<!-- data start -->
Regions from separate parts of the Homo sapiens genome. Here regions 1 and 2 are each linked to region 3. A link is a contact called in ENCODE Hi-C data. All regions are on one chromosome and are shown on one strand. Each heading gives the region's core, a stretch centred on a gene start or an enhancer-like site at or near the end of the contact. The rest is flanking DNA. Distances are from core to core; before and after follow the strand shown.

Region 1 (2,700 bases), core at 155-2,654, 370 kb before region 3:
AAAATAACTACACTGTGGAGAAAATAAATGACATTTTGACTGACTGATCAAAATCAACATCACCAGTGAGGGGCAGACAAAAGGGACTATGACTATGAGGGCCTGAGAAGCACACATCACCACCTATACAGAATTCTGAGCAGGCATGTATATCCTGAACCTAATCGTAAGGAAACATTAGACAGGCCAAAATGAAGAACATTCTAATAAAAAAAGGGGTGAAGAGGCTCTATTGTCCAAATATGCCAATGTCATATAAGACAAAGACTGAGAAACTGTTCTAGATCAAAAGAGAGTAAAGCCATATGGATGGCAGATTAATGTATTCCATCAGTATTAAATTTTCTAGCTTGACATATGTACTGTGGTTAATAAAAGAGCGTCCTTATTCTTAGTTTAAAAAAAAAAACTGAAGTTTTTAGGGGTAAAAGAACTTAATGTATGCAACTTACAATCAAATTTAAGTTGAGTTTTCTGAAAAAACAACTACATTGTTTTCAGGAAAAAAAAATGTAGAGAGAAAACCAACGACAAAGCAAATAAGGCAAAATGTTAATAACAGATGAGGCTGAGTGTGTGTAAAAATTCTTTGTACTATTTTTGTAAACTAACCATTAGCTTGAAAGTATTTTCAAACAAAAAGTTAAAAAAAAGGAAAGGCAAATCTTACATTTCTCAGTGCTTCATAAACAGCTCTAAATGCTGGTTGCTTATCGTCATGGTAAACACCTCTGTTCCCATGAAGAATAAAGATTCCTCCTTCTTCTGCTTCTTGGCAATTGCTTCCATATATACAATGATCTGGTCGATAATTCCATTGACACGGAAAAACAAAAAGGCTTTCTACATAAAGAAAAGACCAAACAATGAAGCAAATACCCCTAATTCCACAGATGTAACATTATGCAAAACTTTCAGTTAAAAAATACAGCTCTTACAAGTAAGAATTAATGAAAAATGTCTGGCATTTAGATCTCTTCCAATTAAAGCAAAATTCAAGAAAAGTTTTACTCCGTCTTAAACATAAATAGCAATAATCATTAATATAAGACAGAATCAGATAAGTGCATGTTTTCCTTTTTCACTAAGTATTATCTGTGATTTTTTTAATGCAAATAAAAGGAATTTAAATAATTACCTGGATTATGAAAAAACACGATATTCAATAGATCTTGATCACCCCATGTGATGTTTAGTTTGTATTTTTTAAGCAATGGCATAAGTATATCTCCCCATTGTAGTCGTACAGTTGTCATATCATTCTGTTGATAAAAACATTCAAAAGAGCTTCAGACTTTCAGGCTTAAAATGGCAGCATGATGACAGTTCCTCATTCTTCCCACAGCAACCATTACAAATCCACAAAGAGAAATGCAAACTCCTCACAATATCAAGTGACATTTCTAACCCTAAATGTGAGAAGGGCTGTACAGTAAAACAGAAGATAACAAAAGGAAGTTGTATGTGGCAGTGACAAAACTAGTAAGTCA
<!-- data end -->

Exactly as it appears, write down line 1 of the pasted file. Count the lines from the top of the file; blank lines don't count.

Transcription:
Regions from separate parts of the Homo sapiens genome. Here regions 1 and 2 are each linked to region 3. A link is a contact called in ENCODE Hi-C data. All regions are on one chromosome and are shown on one strand. Each heading gives the region's core, a stretch centred on a gene start or an enhancer-like site at or near the end of the contact. The rest is flanking DNA. Distances are from core to core; before and after follow the strand shown.